Chicago Bulls: 3 veterans worth trading the 7th pick for

Jrue Holiday Lonzo Ball Chicago Bulls (Photo by Sean Gardner/Getty Images)
Jrue Holiday Lonzo Ball Chicago Bulls (Photo by Sean Gardner/Getty Images) /
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(Photo by Joe Murphy/NBAE via Getty Images)
(Photo by Joe Murphy/NBAE via Getty Images) /

Pick Analysis. Point Guard. 21.1 PTS, 6.4 AST, 21.4 PER. player. 211. Scouting Report. Mike Conley. 3

Memphis point guard Mike Conley continues to be one of the most underrated talents in the NBA.  As a veteran on a tanking team, most players would probably have mentally checked out for the year. Not Conley. At the age of 31, Conley went on to have statistically one of his best and most efficient seasons to date. There’s a lot of stock in having a guard whose game ages like fine wine.

The Chicago Bulls’ scavenger hunt for a starting caliber floor general is no secret. Take a moment and think about it. What are the Bulls looking to get from the point guard position? Playmaking? Conley has always had an impressive assist percentage and turns the ball over at a ridiculously low rate. Defense? Conley’s fully embraced the grit-n’-grind culture of the Grizzlies and been one of the better defensive guards in the league. Shooting? While he’s no Steph Curry, in his last 150 contests Conley has averaged an impressive 38 percent from deep on a high volume of 6.6 attempts per game.

Conley has been described as a player with a sort of “Spurs Culture” running through his veins. Considering his coaching roots, Coach Jim Boylen would likely be ecstatic to add a player that carries a presence similar to the roster of the 2003-14 Spurs (and really, wouldn’t any coach?).

At the trade deadline, the Grizzlies were reportedly interested in shipping Mike Conley out to Utah for a return package of a first-round pick, Dante Exum, and expiring deals. If true, the Chicago Bulls could benefit greatly by pursuing a similar deal. Memphis will be eager to unload Conley’s albatross contract and welcome in point guard of the future Ja Morant.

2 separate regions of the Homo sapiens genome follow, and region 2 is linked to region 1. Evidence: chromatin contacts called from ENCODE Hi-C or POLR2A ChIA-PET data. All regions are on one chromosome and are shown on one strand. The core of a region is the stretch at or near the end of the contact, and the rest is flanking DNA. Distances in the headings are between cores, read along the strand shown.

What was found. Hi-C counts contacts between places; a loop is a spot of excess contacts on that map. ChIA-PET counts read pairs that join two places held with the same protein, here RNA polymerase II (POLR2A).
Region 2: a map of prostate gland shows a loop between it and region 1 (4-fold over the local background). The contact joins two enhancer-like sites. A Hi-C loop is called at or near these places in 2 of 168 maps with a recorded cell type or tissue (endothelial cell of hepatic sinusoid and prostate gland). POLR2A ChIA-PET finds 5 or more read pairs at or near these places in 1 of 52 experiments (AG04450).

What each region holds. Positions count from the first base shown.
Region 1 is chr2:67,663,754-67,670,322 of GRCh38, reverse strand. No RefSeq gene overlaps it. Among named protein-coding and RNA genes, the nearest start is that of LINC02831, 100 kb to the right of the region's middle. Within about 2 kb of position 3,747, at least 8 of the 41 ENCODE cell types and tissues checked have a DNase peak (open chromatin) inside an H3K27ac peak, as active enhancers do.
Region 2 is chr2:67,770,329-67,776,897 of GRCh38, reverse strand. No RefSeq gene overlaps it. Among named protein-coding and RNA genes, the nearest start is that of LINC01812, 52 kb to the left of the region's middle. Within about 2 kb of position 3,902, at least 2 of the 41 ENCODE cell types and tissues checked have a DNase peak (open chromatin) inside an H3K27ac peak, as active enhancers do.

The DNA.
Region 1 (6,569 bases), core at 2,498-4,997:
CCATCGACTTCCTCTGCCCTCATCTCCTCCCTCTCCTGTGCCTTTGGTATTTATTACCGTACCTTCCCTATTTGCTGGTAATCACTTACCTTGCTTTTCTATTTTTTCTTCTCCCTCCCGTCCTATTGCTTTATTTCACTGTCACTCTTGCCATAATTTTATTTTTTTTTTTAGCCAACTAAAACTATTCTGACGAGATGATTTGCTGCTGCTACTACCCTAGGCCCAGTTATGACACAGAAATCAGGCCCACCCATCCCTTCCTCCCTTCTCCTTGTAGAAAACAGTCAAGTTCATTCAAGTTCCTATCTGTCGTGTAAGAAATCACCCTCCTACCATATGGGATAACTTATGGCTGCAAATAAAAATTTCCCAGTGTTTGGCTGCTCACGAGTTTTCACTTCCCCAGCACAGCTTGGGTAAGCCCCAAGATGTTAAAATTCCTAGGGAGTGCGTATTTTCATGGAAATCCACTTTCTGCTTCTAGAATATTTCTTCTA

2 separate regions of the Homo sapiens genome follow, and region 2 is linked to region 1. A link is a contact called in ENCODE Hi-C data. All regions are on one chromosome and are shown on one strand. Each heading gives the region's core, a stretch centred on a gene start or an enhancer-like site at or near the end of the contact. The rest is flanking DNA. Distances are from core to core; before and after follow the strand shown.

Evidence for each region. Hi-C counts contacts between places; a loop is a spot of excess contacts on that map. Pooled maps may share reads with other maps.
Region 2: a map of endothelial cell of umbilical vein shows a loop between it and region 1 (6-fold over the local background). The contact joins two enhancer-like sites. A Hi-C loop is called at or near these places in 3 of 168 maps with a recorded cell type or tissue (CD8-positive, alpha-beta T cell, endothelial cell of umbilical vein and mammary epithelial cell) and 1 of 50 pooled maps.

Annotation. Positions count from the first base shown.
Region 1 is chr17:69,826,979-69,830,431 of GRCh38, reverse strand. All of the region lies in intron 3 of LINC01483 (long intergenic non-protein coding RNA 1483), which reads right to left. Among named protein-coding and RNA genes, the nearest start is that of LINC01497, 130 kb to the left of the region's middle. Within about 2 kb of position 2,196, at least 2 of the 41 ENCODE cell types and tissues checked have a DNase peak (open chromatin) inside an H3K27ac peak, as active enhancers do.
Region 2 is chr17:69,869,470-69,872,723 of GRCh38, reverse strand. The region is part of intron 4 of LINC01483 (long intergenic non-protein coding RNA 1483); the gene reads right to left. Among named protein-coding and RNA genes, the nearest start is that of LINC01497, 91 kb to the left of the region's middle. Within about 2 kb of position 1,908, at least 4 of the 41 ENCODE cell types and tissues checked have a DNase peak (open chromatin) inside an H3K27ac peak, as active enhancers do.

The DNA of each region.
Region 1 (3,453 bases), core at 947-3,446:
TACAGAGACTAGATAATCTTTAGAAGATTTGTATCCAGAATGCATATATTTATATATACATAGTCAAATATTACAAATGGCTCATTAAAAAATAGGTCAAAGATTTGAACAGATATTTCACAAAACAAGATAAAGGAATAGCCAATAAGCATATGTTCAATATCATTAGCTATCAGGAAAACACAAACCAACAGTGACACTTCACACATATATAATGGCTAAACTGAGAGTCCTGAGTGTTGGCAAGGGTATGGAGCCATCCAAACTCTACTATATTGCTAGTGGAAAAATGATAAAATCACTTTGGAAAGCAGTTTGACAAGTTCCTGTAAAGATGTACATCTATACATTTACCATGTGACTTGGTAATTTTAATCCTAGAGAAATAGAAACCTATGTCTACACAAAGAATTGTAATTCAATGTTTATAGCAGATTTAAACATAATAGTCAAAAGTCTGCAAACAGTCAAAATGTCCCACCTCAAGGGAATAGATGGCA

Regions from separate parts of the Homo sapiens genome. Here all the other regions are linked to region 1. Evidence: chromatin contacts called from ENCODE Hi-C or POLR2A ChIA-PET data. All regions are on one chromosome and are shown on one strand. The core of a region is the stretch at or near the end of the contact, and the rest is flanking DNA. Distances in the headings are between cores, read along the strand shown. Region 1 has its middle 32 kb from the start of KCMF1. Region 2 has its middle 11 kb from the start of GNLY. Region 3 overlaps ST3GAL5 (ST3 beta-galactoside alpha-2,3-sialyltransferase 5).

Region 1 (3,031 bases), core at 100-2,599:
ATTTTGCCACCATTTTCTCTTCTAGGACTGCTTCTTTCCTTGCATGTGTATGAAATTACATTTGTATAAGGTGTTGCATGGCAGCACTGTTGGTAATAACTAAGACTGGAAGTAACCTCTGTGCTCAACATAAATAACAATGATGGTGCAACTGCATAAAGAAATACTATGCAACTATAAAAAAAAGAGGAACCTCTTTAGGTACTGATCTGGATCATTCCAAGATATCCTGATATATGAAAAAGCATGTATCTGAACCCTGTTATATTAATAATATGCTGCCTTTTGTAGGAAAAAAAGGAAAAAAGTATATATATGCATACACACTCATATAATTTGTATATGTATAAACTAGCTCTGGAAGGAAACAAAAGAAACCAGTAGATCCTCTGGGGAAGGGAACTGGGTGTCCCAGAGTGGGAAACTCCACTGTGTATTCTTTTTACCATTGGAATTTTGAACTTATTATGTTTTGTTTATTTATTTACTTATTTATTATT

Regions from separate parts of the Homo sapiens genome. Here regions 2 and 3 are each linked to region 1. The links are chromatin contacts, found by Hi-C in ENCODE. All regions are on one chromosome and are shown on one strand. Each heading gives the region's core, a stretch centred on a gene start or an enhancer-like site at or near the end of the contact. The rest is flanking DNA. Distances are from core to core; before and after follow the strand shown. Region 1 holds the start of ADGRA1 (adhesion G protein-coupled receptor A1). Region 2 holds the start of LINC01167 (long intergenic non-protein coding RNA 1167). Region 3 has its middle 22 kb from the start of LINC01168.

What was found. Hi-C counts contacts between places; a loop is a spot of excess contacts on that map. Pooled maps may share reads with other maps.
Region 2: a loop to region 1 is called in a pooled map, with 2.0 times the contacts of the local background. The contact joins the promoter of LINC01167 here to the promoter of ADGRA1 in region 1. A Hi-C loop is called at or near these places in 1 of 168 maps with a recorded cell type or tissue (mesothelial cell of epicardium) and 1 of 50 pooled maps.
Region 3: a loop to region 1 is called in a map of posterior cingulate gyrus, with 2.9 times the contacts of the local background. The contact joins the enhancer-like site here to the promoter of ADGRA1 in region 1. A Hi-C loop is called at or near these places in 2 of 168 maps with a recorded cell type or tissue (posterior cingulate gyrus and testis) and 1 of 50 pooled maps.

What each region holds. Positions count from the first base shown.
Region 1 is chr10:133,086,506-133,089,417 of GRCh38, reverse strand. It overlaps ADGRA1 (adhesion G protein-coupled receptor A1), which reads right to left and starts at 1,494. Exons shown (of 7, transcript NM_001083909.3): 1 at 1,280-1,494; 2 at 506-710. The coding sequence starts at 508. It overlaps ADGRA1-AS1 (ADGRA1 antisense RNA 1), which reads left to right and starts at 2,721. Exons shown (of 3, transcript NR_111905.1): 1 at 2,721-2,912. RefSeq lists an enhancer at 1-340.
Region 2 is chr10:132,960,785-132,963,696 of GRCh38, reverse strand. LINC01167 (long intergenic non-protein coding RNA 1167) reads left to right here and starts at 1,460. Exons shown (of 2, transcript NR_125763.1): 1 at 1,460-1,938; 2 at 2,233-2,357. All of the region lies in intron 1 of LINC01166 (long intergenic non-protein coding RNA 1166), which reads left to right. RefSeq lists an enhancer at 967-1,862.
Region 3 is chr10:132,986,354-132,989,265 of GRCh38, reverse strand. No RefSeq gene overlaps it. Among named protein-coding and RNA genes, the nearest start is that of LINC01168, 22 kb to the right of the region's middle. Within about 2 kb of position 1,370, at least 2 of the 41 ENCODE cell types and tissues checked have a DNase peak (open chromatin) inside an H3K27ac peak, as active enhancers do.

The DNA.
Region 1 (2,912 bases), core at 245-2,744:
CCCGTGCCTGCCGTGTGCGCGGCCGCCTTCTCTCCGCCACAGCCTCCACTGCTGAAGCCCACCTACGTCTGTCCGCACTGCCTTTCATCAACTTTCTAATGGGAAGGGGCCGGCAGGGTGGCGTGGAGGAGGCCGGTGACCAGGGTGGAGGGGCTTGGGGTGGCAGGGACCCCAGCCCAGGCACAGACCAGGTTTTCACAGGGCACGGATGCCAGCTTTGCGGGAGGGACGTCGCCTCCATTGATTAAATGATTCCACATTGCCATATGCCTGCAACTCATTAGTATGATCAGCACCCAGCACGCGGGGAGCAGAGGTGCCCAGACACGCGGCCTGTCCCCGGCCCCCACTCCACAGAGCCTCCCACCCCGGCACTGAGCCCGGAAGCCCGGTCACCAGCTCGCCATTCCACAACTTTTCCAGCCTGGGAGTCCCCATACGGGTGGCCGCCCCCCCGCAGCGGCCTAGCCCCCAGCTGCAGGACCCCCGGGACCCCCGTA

While many other teams might express concern over Conley’s age and salary, these factors actually work in the Bulls’ favor in a paradoxical way. Consider this, with Otto Porter on the payroll until 2021 free agency, Chicago won’t be spending big bucks until then. Conley’s contract is set to expire in the same offseason. Therefore, if the Bulls weren’t in play for max level free agents for the next two summers in the first place, wouldn’t it be beneficial to bring in a max-level player through trade?

Even better, due to these complications, the price for Conley has been brought significantly down. Forfeiting Kris Dunn, Felicio, and a pick that slipped in the lottery is a beggar’s price to pay for the former All-Defensive Team member. While giving up the seventh overall pick would be unfortunate after a season’s worth of embarrassing losses, no player projected to still be remaining on the board come the Bulls pick will likely ever scrape the surface of Conley’s talent.